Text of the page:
Hay Fever continues at the Gate Theatre in Dublin until the 24th of September.
Thursday, August 18, 2011
Gary Oldman is pictured above as George Smiley in the forthcoming big-screen adaptation of John le Carré's classic spy novel Tinker, Tailor, Soldier, Spy. The story revolves around espionage veteran Smiley as he coaxed out of retirement during the Cold War paranoia of the late 1960s to flush out a Soviet mole that has found his way into the upper echelons of MI6. The character of Smiley was previously played by Alec Guinness in a highly-regarded television adaptation in 1979. Oldman has spoken about Tinker, Tailor, Soldier, Spy as his return to "proper, grown-up acting" after spending many years playing Sirius Black in the Harry Potter films and Commissioner Gordon in the Batman films. He may, however, find himself in another franchise with this latest project as advance reviews have been incandescent with praise and it is based on the first of trilogy of novels detailing Smiley's exploits, the others being The Honourable Schoolboy and Smiley's People.
This new version of le Carré's tale also marks Kathy Burke's return to acting after almost ten years in retirement. Burke says that her decision was largely motivated by the opportunity to work with the Swedish director Tomas Alfredson whose 2008 vampire chiller Let the Right One In is one of the most celebrated horror movies of the last decade and a personal favourite of hers. She will play retired MI6 operative Connie Sachs whose encyclopedic knowledge of the Soviet regime is of great assistance to her old colleague as he sets about flushing out the mole. Real-life old friends Oldman and Burke are joined in the exceptionally starry cast by Mark Strong, Tom Hardy, Toby Jones, Benedict Cumberbatch, John Hurt, Roger Llloyd-Pack, Colin Firth and Ciarán Hinds.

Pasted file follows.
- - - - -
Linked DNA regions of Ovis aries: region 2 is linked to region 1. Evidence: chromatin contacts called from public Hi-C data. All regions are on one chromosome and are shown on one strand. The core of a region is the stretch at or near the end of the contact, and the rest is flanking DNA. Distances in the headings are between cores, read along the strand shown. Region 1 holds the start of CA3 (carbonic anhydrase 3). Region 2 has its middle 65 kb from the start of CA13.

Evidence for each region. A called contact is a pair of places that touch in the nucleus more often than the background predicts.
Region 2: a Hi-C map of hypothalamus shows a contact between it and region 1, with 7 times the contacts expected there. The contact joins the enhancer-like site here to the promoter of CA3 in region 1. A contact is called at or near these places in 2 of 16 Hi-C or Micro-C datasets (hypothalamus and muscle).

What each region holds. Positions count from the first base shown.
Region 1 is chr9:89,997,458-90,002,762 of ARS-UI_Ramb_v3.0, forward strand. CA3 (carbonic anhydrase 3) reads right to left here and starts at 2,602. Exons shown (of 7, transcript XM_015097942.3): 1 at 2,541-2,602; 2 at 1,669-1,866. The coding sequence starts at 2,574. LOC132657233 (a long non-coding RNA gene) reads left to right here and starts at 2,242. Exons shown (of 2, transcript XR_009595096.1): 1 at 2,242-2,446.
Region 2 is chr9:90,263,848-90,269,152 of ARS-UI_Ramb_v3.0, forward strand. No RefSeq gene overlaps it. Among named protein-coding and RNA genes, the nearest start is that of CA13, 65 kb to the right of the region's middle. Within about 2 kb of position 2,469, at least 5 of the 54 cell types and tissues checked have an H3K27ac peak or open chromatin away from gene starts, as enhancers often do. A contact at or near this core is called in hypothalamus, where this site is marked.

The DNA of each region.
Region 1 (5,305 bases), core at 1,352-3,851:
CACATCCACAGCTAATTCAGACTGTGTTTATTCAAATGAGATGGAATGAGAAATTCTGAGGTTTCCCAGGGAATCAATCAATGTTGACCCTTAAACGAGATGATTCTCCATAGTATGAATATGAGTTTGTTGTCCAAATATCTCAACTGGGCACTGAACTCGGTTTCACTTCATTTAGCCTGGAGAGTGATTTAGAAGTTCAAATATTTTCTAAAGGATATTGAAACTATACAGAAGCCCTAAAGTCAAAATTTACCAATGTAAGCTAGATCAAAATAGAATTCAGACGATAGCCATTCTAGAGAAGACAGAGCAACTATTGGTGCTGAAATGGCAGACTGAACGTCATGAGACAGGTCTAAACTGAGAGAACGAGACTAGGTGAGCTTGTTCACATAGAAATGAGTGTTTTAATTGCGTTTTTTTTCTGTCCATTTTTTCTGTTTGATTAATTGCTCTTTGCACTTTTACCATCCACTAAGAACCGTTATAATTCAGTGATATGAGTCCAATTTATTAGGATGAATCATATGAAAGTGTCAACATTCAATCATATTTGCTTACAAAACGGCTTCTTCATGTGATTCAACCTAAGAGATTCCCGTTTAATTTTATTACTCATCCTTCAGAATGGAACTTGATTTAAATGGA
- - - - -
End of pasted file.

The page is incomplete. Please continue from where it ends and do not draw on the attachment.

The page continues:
Two weeks after Tinker, Tailor, Soldier, Spy's release on the 16th of Septemeber, Ciarán Hinds carries on spying with the release of The Debt. Directed by Shakespeare in Love's John Madden, this espionage thriller is set at the same time as TTSS and tells the story three Mossad agents played by Jessica Chastain, Marton Csokas and Sam Worthington who undertake an incredibly dangerous yet ultimately successful mission to track down a Nazi war criminal in East Berlin. Thirty years later, the venerated trio, now played by Helen Mirren, Tom Wilkinson and Ciarán Hinds, must deal with shocking revelations about what really happened all those years ago......... The ubiquitous Hinds will also be seen in February in the ghostly The Woman in Black with Daniel Radcliffe, as mentioned recently on this blog. The intensely creepy trailer for the film was released yesterday and features a young girl with a disconcertingly American accent speaking the following tantalising lines -
During afternoon tea there's a shift in the air,
A bone-trembling chill that tells you she's there.
There are those that believe that the whole town is cursed
But the house in the marsh is by far the worst
What she wants is unknown but she always comes back,
The spectre of darkness, the woman in black.
A few weeks ago on this blog, I pondered the future careers of the juvenile leads of the Harry Potter franchise. Now that the summer which has been rather dominated by the much-anticipated release and colossal success of Harry Potter and the Deathly Hallows - Part 2 draws to a close, let's turn our attention to the many distinguished members of the acting profession and period drama stalwarts who have supported and thwarted Harry and company in their many endeavours over the past ten years on screen. The Half-Blood Prince himself, Alan Rickman, suggests that acting in a Harry Potter film is a very particular phenomenon: "Jo Rowling lays out a very sure road map. There's what's right and what's wrong. They are rules to playing it and once you live inside those rules, in many ways it plays itself because the situations are so strong and her grasp of her narrative is so iron-clad that it's not so much what you chose to do as not disobeying it."